Come back, Gordon: all is forgiven!
Now which ultra-leftie commentator, in which pinko rag, came up with this rewriting of recent British economic history? The emphases are Malcolm’s: —
- During the [2008 banking] crisis, the M[onetary] P[olicy] C[ommittee]’s wise judgments prevented an infinitely worse outcome than the moderate recession that Britain suffered in 2009.
- … the Bank of England has had a superb record in hitting its targets. Since 1997, when the Bank was instructed by Parliament to keep consumer price inflation at 2 per cent in the medium term, the average annual increase in the CPI has been 1.92 per cent.
- The Bank must reflect on its responsibilities even more seriously than usual, because Britain is at greater risk of a genuine disaster than at any time since [the Governor of the Bank of England] and Gordon Brown saved the financial system in October 2008.
- … consumer confidence has already dropped to its level of March 2009, house prices have been falling since the autumn and retailers report that spending “hit a brick wall” in mid-January — it could fall off a cliff once consumers’ pay and benefit packets are depleted in May.
- If the Government is reducing its spending, consumers and businesses will have to borrow and spend more to stop the economy sliding into recession. And with after-tax incomes falling, the only way the public and businesses can spend more is by borrowing or dipping into savings. The coalition, the media and the public do not seem to understand this …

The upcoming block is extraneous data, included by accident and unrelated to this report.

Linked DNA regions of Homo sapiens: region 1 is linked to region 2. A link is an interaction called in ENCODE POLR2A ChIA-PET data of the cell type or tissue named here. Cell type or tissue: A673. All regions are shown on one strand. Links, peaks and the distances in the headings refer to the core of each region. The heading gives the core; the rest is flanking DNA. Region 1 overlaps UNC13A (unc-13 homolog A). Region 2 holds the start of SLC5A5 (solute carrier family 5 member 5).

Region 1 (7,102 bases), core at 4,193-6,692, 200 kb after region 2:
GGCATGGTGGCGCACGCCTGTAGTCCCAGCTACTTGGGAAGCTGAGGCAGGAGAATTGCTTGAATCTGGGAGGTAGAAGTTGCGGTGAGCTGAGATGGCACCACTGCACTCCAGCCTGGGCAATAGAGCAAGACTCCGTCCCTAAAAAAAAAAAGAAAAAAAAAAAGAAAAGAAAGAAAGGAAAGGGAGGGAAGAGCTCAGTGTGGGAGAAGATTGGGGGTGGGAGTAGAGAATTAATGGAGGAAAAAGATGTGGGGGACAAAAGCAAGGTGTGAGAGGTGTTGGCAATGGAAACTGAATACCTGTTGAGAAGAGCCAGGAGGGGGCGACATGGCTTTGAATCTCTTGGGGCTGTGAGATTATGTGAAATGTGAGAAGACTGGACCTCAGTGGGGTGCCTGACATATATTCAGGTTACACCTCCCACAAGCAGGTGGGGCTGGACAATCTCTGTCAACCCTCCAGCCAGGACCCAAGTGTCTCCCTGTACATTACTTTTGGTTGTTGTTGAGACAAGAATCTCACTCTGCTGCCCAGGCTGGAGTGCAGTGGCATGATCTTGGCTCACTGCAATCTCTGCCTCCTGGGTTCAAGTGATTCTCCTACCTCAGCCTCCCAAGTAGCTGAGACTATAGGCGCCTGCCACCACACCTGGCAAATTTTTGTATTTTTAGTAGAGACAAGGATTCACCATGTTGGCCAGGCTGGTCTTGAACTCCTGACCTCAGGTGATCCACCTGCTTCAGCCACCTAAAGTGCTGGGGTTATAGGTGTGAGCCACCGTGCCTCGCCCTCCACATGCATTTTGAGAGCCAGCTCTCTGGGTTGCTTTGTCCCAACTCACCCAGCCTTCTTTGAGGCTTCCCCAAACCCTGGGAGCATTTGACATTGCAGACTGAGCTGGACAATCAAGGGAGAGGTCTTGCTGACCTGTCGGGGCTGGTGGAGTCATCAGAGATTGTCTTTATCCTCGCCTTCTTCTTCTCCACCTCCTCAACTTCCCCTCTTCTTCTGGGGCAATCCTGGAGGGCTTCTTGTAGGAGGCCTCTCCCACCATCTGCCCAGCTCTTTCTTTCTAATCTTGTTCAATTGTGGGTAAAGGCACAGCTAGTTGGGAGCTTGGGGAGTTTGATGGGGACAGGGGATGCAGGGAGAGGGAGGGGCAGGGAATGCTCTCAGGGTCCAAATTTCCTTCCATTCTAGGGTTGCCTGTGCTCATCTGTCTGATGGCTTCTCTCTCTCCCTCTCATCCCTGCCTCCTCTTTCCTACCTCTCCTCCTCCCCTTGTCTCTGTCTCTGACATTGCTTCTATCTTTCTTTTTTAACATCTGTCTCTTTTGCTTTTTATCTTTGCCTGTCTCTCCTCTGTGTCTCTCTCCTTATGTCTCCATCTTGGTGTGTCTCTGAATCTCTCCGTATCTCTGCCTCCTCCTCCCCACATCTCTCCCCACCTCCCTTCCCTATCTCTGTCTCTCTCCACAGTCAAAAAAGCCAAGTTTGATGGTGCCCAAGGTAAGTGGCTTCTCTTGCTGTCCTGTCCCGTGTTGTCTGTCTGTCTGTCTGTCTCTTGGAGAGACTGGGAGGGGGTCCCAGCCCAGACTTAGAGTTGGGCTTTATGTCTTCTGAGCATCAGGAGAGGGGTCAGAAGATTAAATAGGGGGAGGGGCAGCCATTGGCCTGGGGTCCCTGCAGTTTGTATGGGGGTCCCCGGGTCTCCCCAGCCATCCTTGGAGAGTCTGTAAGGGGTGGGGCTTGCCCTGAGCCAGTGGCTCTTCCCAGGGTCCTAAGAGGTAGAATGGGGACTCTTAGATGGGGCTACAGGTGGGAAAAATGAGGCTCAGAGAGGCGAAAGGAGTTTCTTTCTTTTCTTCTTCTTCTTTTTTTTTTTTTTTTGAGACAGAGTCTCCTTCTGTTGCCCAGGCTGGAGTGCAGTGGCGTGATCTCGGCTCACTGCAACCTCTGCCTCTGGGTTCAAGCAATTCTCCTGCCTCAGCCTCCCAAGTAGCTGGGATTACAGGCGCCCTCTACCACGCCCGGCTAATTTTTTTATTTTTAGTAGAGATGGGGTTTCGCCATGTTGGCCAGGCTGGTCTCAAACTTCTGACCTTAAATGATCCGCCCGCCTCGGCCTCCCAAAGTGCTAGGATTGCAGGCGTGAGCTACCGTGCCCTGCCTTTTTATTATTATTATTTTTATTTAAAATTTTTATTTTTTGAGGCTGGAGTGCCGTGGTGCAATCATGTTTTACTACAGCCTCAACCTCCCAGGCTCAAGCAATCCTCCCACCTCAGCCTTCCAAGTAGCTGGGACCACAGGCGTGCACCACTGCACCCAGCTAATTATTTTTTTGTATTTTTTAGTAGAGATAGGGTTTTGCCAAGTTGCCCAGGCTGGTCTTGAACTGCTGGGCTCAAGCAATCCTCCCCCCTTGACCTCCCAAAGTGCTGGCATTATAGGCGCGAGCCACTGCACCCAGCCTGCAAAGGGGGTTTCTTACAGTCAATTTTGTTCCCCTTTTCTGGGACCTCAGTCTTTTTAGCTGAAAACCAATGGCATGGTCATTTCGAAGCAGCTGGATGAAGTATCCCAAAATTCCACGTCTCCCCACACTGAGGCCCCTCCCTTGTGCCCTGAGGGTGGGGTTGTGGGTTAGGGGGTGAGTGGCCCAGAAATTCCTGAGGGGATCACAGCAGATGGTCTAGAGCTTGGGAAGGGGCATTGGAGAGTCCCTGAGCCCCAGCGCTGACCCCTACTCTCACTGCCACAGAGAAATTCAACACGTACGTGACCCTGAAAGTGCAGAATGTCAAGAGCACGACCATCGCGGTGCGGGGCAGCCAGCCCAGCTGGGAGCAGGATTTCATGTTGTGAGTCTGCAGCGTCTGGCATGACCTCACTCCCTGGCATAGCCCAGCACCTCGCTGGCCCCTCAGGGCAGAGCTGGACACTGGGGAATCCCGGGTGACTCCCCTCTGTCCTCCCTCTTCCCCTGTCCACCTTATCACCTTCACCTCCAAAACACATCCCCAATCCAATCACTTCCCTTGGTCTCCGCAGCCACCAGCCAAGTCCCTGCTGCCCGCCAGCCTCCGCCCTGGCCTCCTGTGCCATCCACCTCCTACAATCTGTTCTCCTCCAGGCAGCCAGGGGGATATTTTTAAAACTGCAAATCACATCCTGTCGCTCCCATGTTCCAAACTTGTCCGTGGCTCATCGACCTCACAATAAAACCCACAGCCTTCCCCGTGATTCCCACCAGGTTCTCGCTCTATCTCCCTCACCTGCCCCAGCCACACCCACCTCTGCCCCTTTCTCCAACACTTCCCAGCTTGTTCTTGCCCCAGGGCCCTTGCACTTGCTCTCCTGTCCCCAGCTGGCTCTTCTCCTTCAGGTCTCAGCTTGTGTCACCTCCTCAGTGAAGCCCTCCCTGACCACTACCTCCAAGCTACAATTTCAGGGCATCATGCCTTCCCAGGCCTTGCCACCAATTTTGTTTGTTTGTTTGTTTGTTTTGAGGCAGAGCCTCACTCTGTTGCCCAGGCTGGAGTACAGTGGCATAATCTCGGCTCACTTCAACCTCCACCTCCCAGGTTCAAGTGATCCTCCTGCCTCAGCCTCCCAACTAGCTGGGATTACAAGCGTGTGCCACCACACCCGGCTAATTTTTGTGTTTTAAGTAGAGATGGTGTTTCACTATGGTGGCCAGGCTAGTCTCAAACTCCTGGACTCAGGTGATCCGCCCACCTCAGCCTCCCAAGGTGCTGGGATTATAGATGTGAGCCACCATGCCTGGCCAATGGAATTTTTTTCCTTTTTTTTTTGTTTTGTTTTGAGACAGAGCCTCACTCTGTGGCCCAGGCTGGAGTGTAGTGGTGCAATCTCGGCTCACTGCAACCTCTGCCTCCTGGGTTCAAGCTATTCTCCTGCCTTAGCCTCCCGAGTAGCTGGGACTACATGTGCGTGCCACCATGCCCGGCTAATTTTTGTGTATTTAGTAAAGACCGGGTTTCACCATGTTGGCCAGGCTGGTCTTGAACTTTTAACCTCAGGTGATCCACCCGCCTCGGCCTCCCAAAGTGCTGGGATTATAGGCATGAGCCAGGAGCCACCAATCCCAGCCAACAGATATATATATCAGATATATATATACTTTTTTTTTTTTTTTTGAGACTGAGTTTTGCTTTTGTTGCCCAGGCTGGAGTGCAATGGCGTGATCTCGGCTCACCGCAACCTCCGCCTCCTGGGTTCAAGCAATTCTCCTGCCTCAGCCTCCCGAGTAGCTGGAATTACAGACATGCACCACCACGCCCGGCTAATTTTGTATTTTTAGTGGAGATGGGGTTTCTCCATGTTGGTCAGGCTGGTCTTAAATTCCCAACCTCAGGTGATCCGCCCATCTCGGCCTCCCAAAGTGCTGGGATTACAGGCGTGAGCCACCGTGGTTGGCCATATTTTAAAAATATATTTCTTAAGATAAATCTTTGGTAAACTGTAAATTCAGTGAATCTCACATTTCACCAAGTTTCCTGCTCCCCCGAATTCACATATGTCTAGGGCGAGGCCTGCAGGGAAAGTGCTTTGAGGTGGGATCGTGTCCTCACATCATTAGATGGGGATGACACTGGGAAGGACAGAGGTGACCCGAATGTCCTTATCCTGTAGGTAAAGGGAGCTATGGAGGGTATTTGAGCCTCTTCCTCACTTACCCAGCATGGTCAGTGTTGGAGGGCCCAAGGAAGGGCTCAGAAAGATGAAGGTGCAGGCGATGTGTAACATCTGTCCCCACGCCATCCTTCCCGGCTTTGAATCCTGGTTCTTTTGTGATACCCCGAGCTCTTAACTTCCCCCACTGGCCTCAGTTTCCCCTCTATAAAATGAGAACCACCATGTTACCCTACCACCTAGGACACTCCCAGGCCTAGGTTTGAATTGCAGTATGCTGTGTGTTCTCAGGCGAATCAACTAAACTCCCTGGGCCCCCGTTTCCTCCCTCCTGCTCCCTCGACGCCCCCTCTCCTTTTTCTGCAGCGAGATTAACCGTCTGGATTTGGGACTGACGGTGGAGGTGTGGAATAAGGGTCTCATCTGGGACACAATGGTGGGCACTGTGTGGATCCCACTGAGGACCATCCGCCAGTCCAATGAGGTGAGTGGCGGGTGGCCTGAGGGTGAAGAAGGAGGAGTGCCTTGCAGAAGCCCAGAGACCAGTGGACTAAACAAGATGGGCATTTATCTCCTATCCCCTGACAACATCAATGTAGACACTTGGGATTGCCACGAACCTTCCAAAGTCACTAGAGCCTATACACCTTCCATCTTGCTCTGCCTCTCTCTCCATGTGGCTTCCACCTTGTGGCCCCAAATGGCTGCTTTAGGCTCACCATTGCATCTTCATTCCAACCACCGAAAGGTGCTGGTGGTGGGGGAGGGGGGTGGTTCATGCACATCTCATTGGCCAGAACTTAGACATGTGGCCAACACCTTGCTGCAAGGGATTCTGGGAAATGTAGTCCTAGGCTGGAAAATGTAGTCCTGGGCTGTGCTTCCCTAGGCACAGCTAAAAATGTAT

- Do you persuade the MPC to hold its ground on monetary policy and explain to the public that the threat facing Britain today is not inflation, but recession, thereby risking a few weeks of media ridicule for being “soft on inflation”, or even a “wimp”? Or do you risk Britain’s future to win some macho headlines about “courage” and “toughness”?
That’s no less than Anatole Kaletsky, writing a “open letter” to Mervyn King in yesterday’s Times.
What is instructive is how the Great British Debt problem is being tackled.
George Osborne’s three-club strategy to reduce the deficit involves swingeing cuts in the public sector (with massive unemployment therein), a heavy cut back in welfare benefits, and a whole raft of tax increases.
It is also true that Osborne was remarkably coy, before the General Election, of how the cuts would fall. Even Tim Montgomerie, arch-cheerleader for ultra-austerity, admits (though not necessarily for local consumption):
In opposition the Conservatives resisted pressure to spell set out [sic] detailed measures. They only set out some indicative spending cuts that accounted for no more than 10% of the adjustment that was necessary to eliminate Britain’s deficit. They were worried that the interest groups affected by cuts would rally against them.
To achieve his target of nil borrowing by 2015/16, Osborne has some way to go:
Osborne said total public-sector net borrowing for the 2010/2011 financial year was £146bn, £2.5bn less than the £148.5bn the OBR forecast in November. However, government borrowing will rise more than previously projected for each of the following years.